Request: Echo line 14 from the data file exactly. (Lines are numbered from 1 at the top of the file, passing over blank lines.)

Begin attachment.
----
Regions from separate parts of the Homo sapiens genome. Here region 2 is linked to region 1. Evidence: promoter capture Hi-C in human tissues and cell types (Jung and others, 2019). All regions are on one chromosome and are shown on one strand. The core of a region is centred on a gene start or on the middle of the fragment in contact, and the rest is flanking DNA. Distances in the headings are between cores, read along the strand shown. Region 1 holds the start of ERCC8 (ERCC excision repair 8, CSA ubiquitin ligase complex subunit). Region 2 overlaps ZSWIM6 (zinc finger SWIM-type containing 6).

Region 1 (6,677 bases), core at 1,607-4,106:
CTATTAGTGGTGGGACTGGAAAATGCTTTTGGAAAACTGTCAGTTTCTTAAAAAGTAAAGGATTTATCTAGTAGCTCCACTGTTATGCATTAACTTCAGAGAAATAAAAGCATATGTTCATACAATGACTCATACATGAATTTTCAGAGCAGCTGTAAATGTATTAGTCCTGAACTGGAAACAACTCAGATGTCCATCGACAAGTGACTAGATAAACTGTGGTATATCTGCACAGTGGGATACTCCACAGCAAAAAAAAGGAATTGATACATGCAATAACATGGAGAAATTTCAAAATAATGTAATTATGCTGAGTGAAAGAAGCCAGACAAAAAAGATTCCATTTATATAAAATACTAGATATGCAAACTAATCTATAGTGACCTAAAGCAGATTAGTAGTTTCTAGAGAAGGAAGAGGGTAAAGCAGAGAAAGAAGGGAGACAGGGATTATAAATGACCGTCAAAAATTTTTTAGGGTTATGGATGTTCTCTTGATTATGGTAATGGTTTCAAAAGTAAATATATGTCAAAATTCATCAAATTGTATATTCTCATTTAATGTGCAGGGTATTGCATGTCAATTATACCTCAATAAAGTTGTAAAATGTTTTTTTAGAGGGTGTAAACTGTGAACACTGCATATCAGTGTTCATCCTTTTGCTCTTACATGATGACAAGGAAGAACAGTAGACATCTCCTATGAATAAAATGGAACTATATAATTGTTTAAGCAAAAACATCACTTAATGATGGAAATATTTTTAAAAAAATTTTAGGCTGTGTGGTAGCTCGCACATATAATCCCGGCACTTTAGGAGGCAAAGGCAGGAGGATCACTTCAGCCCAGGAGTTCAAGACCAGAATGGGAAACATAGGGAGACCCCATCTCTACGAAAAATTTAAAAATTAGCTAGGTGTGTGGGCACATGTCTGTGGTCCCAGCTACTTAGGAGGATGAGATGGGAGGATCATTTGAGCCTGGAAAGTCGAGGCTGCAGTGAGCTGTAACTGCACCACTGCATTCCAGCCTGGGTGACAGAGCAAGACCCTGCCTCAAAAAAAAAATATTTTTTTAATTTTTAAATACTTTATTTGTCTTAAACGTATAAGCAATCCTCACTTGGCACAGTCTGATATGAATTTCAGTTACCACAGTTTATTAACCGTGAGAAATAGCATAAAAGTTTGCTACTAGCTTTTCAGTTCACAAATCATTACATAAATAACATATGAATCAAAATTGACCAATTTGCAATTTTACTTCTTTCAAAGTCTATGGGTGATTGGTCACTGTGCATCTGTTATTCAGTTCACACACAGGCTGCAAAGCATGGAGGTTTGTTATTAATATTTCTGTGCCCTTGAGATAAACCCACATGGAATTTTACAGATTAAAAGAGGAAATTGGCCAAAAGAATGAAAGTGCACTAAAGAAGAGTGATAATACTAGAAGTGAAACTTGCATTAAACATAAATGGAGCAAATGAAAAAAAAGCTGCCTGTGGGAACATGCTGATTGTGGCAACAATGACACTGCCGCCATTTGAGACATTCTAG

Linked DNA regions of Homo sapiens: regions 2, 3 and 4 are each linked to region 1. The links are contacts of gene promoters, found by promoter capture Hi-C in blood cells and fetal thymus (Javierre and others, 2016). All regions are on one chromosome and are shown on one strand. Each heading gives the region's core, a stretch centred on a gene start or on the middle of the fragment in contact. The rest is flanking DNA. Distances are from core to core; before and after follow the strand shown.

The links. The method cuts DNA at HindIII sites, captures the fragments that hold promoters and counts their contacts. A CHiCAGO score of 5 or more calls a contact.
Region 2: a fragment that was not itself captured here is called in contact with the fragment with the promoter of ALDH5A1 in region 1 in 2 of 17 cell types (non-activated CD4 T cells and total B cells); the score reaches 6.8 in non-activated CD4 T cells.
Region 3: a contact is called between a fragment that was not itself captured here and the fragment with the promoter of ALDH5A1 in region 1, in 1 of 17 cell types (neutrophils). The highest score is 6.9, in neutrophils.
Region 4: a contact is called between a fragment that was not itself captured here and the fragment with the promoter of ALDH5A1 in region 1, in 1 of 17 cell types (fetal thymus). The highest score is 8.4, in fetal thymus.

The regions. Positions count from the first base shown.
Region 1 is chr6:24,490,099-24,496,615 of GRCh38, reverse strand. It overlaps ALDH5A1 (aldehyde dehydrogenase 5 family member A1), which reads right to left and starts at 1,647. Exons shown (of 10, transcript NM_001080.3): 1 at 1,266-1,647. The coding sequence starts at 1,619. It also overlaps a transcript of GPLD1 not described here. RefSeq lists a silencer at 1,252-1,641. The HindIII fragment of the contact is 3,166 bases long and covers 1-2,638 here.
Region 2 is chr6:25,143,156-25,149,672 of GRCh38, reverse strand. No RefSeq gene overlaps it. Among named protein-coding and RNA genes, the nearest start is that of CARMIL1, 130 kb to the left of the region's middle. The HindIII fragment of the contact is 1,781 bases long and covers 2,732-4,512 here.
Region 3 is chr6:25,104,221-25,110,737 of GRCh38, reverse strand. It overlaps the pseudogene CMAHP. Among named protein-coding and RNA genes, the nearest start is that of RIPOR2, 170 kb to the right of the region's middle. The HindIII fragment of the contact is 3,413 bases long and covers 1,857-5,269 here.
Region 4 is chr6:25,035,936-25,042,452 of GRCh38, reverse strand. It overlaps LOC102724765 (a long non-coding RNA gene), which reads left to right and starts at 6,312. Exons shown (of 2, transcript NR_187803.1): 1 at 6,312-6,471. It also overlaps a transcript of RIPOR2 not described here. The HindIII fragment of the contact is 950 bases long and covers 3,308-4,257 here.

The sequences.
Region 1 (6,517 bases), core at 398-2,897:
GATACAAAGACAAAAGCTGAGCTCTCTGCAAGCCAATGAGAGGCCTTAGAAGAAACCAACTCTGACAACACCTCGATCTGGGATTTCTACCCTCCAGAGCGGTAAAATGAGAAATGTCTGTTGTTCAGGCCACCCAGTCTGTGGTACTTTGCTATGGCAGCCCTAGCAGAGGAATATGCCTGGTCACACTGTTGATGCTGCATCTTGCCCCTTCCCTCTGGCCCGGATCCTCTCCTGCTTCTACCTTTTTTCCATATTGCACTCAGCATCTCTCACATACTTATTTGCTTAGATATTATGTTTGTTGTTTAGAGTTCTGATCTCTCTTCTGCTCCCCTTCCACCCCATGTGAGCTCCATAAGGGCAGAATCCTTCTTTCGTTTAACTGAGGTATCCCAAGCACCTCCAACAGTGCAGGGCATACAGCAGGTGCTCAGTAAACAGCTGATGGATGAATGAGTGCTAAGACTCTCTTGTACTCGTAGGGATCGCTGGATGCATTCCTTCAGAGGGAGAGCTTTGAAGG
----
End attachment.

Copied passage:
The sequences.